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Wednesday, Jul 29 2009
After the Dustbowl, America needed John Steinbeck to give starvation and deprivation human faces to ponder. But as America’s nationwide hunger faded from living memory, the numbers quietly grew. There are now more than 36 million people in the U.S. euphemistically considered “food insecure.” Living in the world’s richest nation, investigative journalist Sasha Abramsky saw this as unconscionable, and wholly avoidable. In his fourth book, Breadline USA: The Hidden Scandal of American Hunger and How to Fix It, the author doesn’t expect cold, hard facts to move us to action. Instead, he draws us in through deeply researched, moving literary portraits of families who have slipped between the cracks opened by rising energy costs, decaying health care, and a collapsed housing market. But there is hope: As a Senior Fellow at the New York City–based think tank Demos, it’s Abramsky’s job to offer real strategies. Breadline USA is his call for action.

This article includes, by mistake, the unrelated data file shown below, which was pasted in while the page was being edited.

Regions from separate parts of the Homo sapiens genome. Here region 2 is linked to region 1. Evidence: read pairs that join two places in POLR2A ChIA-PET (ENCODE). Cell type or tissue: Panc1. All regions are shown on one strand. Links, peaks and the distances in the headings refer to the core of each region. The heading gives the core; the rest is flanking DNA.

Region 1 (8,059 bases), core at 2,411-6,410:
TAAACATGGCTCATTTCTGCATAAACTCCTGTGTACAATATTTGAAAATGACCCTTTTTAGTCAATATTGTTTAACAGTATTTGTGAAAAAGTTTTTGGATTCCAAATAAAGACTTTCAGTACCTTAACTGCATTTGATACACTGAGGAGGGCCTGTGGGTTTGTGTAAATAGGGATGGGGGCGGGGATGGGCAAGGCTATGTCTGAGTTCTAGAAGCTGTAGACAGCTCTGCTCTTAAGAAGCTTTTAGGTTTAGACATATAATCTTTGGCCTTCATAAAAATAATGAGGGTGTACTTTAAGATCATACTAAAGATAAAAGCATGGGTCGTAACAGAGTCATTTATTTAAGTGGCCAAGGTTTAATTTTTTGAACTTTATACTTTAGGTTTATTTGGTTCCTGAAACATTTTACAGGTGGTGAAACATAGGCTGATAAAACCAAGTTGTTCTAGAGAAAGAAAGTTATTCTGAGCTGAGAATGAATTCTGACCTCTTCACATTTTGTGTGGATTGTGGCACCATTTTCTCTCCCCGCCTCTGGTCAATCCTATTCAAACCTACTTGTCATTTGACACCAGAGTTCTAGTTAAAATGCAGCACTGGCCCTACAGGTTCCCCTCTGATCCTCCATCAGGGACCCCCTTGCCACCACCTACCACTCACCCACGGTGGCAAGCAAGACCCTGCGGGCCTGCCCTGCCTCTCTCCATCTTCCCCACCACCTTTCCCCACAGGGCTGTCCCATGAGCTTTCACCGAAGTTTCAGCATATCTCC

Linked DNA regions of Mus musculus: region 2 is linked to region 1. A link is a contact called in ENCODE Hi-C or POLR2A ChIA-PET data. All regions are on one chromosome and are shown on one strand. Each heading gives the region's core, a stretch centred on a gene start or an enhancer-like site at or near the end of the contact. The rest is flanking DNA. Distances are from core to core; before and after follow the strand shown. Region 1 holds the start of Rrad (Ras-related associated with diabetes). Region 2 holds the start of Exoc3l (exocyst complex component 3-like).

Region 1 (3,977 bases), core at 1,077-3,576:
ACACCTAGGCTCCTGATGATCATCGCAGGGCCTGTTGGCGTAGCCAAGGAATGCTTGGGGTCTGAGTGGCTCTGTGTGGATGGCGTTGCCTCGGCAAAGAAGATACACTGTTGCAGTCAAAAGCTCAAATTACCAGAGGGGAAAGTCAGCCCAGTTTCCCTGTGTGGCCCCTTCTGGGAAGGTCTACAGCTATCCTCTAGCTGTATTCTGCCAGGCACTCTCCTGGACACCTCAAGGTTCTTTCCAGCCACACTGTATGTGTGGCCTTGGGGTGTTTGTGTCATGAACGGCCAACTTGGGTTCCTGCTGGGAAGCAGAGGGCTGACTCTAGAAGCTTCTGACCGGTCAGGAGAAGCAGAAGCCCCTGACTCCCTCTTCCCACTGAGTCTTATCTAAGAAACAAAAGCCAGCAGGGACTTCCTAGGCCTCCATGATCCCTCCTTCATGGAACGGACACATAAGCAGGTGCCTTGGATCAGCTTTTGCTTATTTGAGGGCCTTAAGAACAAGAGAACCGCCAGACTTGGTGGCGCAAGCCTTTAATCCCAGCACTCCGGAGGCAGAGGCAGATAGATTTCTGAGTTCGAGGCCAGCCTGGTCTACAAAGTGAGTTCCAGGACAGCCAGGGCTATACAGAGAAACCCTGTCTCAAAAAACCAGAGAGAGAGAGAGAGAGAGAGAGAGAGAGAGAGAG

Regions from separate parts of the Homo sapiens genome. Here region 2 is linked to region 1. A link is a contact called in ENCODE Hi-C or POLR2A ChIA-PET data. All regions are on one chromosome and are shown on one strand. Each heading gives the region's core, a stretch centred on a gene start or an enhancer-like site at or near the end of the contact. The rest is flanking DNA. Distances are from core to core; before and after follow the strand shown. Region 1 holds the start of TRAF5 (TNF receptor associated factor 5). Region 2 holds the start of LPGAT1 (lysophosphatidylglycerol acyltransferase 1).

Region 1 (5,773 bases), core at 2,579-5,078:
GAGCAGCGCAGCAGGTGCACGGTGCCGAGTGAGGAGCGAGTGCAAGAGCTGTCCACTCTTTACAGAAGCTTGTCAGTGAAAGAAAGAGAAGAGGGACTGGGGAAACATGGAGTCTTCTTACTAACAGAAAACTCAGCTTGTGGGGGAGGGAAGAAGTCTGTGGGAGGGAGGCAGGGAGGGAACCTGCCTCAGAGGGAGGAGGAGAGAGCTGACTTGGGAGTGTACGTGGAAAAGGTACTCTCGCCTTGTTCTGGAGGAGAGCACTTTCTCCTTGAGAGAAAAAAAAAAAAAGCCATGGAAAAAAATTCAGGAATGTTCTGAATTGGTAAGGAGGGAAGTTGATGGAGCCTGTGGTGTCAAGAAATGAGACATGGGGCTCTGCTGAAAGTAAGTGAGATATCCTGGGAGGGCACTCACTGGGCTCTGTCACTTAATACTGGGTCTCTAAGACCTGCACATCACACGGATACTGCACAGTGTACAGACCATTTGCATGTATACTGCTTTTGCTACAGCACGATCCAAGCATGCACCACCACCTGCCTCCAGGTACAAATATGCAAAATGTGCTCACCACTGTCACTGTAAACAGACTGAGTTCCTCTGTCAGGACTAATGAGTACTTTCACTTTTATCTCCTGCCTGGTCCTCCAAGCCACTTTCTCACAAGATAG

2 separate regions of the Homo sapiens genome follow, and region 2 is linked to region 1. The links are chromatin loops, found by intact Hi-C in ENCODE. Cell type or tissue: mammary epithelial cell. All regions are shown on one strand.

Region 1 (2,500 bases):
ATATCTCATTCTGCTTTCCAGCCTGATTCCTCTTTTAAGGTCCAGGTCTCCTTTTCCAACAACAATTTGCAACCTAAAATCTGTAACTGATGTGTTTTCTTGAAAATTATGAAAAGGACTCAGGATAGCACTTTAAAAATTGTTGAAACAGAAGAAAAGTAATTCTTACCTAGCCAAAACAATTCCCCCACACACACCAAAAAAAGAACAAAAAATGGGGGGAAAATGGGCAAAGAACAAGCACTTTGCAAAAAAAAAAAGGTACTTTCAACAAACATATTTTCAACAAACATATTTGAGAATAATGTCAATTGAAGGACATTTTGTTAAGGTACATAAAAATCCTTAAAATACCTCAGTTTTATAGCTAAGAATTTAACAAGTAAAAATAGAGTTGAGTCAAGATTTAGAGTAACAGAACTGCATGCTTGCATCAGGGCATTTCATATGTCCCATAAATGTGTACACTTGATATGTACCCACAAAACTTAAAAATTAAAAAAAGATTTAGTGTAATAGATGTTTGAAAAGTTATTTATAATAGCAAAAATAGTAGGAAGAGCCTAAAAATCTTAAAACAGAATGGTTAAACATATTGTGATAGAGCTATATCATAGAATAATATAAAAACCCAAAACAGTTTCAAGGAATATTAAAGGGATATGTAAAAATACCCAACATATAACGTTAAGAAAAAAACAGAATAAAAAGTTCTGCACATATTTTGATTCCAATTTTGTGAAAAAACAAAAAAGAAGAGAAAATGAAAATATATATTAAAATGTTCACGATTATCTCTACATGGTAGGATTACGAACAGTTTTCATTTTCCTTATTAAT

Thu., July 30, 7 p.m., 2009

About The Author

Silke Tudor


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